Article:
American television staple ‘Psych’ emphasizes human potential for change


Dustin Gebel

Television has the ability to create a plethora of emotions in its audience, whether it be joy at a couple kissing for the first time or bringing tears to one’s eyes after a shocking character death.

“Psych,” USA’s bread and butter, in its eight seasons managed to capitalize on this power. It explored everything from beautiful and long-running friendships to disdain and rocky roads. It played with almost every genre in some way, shape or form. More than anything else, Psych stands as a testament to how television can just simply be fun.

“Psych” follows the exploits of Shawn Spencer, played by James Roday, and Burton ‘Gus’ Guster played by Dule Hill, as partners for a private psychic detective agency. Roday’s character pretends to be the psychic and is just incredibly perceptive, and Hill, his loveable sidekick with a plethora of hilarious nicknames ranging from “Denzel Diggs Underwood Morris Chestnut Washington” to “Blue Ivy Carter,” make the perfect complementary duo.

The two usually take cases from the Santa Barbara Police Department, working alongside Detectives Carlton ‘Lassie’ Lassiter (Timothy Omundson) and Juliet ‘Jules’ O’Hara (Maggie Lawson) to solve crimes. The two detectives are usually skeptical of the antics from Shawn and Gus but slowly begin to trust them.

The series tracks the growth of each character and ultimately the growth of Shawn and Jules’ relationship, while Lassie, a by-the-books, squirrel-killing cop falls in love with a woman he helped arrest. The show also tracks the straining relationship between Shawn and his father Henry Spencer, played by Corbin Bernsen.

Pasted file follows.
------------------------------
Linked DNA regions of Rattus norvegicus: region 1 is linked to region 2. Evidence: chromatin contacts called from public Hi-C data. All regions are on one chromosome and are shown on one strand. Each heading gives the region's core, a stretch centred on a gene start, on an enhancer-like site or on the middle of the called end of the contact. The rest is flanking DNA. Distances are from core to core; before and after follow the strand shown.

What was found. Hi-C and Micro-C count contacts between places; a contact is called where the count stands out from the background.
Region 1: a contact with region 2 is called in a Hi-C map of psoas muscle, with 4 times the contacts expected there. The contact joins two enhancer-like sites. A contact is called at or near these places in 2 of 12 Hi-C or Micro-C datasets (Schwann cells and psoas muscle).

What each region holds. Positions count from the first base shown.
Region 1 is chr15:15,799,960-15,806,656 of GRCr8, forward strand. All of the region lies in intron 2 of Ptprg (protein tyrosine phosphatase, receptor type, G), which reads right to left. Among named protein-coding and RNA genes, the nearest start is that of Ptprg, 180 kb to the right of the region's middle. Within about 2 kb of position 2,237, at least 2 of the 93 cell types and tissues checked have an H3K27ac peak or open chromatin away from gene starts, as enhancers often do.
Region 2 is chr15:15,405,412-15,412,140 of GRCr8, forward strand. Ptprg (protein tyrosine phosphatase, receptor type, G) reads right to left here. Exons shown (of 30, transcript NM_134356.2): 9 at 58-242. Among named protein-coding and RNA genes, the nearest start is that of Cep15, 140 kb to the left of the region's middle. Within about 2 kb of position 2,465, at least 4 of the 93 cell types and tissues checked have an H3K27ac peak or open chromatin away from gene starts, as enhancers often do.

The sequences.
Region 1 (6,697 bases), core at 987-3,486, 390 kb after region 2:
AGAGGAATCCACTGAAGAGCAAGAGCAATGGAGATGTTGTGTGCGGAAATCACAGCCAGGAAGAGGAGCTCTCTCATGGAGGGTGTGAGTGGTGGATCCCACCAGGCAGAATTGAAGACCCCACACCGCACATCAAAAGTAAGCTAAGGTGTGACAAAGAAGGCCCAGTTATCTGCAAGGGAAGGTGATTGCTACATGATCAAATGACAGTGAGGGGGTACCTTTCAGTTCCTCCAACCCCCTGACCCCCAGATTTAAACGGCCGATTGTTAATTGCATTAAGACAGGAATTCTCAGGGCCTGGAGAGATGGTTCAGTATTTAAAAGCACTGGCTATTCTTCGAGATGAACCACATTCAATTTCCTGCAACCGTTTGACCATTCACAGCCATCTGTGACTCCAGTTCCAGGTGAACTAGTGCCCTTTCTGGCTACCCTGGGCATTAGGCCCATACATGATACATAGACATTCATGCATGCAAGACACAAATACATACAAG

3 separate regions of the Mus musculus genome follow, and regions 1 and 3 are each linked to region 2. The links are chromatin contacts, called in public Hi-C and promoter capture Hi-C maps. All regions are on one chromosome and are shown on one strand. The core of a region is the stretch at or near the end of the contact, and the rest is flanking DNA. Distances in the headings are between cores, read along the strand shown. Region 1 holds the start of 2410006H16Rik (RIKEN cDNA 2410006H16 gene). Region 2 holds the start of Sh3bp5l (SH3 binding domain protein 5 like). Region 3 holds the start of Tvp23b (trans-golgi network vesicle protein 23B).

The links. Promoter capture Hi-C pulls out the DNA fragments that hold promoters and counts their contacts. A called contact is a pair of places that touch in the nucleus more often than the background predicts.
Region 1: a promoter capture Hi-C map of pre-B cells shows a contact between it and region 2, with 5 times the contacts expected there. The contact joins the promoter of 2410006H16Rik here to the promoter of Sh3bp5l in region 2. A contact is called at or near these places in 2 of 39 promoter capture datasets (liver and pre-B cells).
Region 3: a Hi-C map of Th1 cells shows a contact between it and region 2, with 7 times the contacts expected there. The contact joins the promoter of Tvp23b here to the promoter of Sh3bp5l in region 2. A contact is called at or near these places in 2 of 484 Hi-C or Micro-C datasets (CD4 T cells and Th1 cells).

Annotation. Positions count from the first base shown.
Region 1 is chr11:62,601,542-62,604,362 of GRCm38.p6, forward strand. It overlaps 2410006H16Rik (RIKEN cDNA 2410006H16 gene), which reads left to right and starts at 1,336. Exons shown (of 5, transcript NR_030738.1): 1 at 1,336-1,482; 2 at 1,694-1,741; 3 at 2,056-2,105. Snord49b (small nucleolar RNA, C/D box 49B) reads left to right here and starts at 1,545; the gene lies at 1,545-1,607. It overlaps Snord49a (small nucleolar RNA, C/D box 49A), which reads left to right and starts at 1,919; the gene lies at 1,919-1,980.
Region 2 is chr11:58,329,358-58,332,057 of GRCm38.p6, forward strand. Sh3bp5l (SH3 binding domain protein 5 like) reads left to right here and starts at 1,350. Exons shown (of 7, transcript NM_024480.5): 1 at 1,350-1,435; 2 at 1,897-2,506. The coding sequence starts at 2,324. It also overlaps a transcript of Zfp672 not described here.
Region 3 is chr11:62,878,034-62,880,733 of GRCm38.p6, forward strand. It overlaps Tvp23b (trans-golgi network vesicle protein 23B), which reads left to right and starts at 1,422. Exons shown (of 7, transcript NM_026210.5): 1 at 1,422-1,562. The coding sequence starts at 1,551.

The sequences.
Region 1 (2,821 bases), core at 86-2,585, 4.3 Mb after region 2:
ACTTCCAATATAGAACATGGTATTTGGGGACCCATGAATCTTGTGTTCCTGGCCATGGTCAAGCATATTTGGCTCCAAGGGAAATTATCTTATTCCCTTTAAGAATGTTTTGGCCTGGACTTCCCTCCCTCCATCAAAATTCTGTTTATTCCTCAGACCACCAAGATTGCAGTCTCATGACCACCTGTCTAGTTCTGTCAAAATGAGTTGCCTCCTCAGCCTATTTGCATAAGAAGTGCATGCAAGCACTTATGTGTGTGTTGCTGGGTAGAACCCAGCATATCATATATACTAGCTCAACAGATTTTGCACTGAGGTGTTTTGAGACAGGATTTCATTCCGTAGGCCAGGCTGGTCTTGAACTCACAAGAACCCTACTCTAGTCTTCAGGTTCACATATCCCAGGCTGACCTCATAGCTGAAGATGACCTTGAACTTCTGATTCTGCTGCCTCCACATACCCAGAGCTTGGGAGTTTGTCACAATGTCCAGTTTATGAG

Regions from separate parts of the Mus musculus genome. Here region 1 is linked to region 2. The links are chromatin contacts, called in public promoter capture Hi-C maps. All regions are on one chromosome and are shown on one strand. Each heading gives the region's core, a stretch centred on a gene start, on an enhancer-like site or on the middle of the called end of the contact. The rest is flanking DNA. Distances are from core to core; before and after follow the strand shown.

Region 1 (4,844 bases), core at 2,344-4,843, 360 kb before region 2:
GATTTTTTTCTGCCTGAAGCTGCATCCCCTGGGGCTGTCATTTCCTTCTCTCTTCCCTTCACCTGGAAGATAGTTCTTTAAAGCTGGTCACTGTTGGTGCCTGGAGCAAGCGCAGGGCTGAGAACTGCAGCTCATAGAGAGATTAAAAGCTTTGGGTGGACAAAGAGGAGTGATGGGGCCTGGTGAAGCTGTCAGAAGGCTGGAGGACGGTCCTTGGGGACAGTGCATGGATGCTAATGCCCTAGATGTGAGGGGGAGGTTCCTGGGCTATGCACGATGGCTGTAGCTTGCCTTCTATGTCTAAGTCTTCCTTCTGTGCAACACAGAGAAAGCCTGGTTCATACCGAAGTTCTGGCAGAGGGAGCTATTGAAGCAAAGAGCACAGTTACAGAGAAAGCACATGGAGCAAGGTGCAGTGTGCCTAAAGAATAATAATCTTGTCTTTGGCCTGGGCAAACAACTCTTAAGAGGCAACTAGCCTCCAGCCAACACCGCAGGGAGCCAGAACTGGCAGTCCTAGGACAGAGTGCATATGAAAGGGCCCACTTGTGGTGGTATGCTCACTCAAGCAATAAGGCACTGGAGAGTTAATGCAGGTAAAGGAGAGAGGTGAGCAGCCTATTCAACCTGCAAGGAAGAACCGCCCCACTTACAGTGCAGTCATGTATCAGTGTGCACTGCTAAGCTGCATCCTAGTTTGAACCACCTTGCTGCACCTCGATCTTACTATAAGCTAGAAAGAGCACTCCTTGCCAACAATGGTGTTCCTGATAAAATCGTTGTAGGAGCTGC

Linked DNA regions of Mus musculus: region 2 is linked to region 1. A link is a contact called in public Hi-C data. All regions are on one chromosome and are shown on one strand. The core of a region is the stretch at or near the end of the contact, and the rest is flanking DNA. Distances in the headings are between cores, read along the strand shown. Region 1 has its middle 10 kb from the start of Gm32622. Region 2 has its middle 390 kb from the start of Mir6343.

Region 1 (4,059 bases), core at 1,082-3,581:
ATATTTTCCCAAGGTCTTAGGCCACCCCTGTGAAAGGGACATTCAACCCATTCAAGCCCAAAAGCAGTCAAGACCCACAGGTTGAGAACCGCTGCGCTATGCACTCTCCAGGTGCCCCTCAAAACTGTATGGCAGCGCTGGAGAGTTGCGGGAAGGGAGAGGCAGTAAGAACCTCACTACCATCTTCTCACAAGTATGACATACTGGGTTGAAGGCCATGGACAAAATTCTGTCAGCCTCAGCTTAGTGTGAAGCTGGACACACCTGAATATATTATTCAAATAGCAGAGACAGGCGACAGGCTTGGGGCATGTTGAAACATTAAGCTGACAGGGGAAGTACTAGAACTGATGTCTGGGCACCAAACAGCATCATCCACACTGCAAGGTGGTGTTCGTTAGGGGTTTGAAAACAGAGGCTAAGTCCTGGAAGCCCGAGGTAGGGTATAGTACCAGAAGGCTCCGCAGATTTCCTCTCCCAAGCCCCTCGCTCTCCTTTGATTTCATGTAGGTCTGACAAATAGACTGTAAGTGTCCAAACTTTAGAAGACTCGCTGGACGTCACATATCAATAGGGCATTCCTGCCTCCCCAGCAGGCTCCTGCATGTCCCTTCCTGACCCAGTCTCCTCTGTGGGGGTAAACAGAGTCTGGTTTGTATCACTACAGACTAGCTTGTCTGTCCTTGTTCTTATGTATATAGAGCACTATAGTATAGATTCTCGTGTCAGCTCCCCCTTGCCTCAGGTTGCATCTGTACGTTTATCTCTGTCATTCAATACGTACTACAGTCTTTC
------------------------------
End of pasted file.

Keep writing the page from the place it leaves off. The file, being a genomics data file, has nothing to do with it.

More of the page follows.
Even as a crime and mystery show, Psych manages to keep a light-hearted tone because of the rich chemistry between the cast. Hill and Roday’s relationship is especially amazing, allowing each other to play off one another as though they really are the closest of friends. Constant running jokes about pineapples, nicknames and over the top reactions guarantee laughter from the audience.

As these elements of humor litter the show, there are darker and more serious portions as well. At the beginning of the series, Shawn is a little more than a man-child. One of the things the audience gets to experience is watching Shawn grow up. Comparing him in season one and eight reveals a vastly different character, which Roday completely sells.

The show also uses pop culture references, in both a joking and structural capacity to enhance the series. Episodes that are based largely on references of well-known television shows and movies add humor to the series as a whole. Some of these include episodes mirroring things like Clue, Twin Peaks, crime noir films, musicals and Indiana Jones.

Psych’s powerful message is that no matter how irresponsible you are or how stuck you are in a place in your life, you can change. It might not be easy and may take a long time, but those who really care for you will stand by your side and help you change for the better. It’s also a television show that asserts that not everything has to be dark and gritty to be entertaining.

With all eight seasons on Netflix, I would recommend Pysch to anyone looking for a smile in times of sadness or boredom. It’ll work it’s magic over you, making you laugh, cry and wish you had a friend as good as Gus.